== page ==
It was the subtitle that caught my attention and made me want to read this book. It is: "What Happens When a Woman Takes the Pulpit." The book is disturbing, and the answer of just what happens seems incredibly elusive and complicated. Sarah earned a Master of Divinity degree from Harvard. She did begin the discernment process for ordination in the Episcopal Church, but withdrew. She is not ordained, not involved in any sort of traditional "ministry" and (at least at the time she wrote the book) not attending any church. She admits that when she began the book she was angry and only wanted to expose the hypocrisy of the institutional church.
Sarah interviewed several individuals whose stories are featured in the book. They are young, not young, married, single, White, Black gay, straight, transgendered, Christians and....a few who would not identify themselves that way. Since the writer's background is Episcopalian, the majority of her interviews were either from that denomination or the UCC. I found myself wondering how she found the women she interviewed. Their stories are humorous, heartbreaking, infuriating--and triumphant. The author does find a degree of healing from the conversations and stories she heard, and she ends on a hopeful note. Sort of.
Let me be honest from the "git-go" and confess that there were things I did not like about the book. Perhaps I will share more in the comments. At times I was perplexed, frustrated, angry, deeply sad, disturbed, impatient, irritated. I would find myself reading a passage and thinking, "Oh, come on!" and wish I had volunteered to lead the discussion on a different book. A nice, simple fun book. I got angry, and then I got depressed, and then....a paragraph, a sentence, a word would leap out at me from the page and I would be caught and held. And I would find myself pondering my own experiences, those of women I know, both theologically "conservative" and progressively "liberal." Was there a common thread?
Trying to distill my thoughts has been difficult. Sentilles divides the book into sections which are divided into chapters, each of which contains at least one powerful paragraph that deserves exploration. I borrowed the book from the library, but if it had been my own copy it would be filled with highlighted sections. I won't try to say something about every chapter, which is what I originally expected to do. There is just too much material that is difficult, challenging, potentially divisive, and potentially transformational.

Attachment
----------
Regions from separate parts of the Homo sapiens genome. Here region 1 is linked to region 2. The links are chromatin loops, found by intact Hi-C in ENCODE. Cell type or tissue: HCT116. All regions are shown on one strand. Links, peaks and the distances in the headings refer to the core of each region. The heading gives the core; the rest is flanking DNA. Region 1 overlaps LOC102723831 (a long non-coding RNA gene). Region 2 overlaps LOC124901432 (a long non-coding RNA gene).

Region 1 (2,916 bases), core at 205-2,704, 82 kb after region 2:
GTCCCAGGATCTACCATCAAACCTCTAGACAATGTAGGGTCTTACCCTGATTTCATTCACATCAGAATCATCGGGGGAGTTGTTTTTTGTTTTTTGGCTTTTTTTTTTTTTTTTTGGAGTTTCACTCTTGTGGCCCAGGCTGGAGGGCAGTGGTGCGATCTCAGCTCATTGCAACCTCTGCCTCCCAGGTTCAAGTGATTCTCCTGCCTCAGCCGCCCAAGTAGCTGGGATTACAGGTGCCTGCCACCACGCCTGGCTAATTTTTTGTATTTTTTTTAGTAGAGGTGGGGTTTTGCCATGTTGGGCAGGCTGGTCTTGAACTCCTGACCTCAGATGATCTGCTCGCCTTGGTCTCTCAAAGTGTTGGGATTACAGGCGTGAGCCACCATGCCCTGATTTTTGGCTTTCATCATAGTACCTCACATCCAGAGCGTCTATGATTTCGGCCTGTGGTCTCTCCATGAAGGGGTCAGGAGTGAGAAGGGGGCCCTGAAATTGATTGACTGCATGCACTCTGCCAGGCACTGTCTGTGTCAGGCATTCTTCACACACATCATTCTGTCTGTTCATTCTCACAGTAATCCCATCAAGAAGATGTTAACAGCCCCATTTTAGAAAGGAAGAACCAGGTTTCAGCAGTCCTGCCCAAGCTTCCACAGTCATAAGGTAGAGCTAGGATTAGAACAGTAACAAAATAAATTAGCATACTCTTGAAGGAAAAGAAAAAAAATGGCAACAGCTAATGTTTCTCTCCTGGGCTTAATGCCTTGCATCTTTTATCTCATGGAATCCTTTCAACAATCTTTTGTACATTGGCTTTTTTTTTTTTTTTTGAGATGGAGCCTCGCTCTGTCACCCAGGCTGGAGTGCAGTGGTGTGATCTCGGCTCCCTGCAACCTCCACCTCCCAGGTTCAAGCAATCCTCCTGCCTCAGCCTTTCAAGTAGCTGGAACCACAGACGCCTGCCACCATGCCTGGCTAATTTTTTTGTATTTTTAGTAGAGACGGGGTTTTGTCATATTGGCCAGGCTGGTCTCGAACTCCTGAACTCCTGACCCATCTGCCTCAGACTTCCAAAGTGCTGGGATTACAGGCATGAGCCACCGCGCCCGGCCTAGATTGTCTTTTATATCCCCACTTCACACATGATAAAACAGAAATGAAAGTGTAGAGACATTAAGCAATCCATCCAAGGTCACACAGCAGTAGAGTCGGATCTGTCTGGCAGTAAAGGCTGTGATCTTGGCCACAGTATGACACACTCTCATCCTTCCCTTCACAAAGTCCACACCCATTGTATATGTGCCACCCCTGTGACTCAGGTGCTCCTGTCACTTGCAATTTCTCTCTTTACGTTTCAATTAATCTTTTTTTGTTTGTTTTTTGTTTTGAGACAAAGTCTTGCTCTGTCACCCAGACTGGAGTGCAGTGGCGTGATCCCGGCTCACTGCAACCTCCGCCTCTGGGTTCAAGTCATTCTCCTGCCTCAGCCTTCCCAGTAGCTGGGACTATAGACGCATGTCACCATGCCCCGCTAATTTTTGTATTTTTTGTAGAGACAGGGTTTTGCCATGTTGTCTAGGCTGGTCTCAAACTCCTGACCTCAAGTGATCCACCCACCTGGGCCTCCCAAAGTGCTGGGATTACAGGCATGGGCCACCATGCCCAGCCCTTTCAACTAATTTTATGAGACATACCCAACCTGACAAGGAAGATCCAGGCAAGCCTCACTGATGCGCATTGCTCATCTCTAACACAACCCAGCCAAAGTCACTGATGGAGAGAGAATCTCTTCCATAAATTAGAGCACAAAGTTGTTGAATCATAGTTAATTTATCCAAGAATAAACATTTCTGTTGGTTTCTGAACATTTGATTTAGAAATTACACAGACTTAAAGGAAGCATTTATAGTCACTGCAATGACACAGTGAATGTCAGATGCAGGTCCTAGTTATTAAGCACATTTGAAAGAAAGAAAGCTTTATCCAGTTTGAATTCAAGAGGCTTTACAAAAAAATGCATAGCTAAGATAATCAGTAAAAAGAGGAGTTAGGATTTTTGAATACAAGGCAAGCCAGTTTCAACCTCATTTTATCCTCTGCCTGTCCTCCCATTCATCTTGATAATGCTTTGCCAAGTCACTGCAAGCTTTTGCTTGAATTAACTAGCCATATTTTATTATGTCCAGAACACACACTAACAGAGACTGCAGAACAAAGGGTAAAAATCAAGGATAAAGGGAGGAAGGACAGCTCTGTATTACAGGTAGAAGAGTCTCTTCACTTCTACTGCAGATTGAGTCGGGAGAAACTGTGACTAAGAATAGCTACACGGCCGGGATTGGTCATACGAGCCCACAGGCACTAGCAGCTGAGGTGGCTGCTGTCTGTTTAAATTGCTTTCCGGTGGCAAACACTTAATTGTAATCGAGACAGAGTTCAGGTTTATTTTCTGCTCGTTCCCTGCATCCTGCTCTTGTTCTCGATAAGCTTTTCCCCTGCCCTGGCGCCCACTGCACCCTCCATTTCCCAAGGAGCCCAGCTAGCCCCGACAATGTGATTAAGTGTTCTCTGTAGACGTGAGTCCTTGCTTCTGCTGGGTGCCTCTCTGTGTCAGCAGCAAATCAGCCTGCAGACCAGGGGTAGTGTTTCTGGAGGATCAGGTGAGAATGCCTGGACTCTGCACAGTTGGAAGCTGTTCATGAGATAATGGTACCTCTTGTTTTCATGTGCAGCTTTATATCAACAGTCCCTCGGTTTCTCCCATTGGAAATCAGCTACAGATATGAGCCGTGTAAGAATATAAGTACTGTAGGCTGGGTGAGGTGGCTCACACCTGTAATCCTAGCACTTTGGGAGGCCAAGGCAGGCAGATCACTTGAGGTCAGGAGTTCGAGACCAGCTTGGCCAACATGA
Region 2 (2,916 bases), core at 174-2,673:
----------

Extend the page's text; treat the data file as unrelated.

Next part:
The Introduction is called, The Most Sexist Hour. The sections are:
Part One: Vocation in which she discussed the "call," the ordination process, mentors, the job search, and being an associate minister.
In Part Two, Incarnation: the Body the author writes about the way language is gender-related, the special challenge that clothing choices can present to the woman minister, sexual issues, and some particular issues encountered by gay or transgendered ministers.
Part Three, Creation: Ministry has some fascinating insights into Catholic Womenpriests (one word--a new one for me), being a minister (noun) and what that has to do with ministry (verb) and concludes with a chapter describing some very non-traditional "church" gatherings created by women.
I started feeling a bit stirred up before I even read the first chapter. Here is a little from the book's introduction, The Most Sexist Hour. After describing the frustrating experience of early seminarian, Antoinette Brown, Sentilles goes on, "Brown's story sounds eerily similar to those told by the women I interviewed...Churches and seminaries and divinity schools and congregations have been doing the same thing to women for hundreds and hundreds of years. For a long time women have been filling pulpits men do not want in places men refuse to live, for salaries men will not accept...If churches have been doing similar things to women for hundreds of years, why do we continue to deny that sexism is a problem? Why do we continue to administer surveys that tell us the same thing again and again? ...Unless there is an explicit, concrete, commitment to remedy what they expose, surveys can be...dangerous...allowing us to look like we are paying attention to look like we are paying attention to discrimination without ever having to do anything about it."
What are your thoughts? Has your denomination administered such surveys? If so, did they change anything? Do more harm than good? Help? Are we talking the talk but not walking the walk?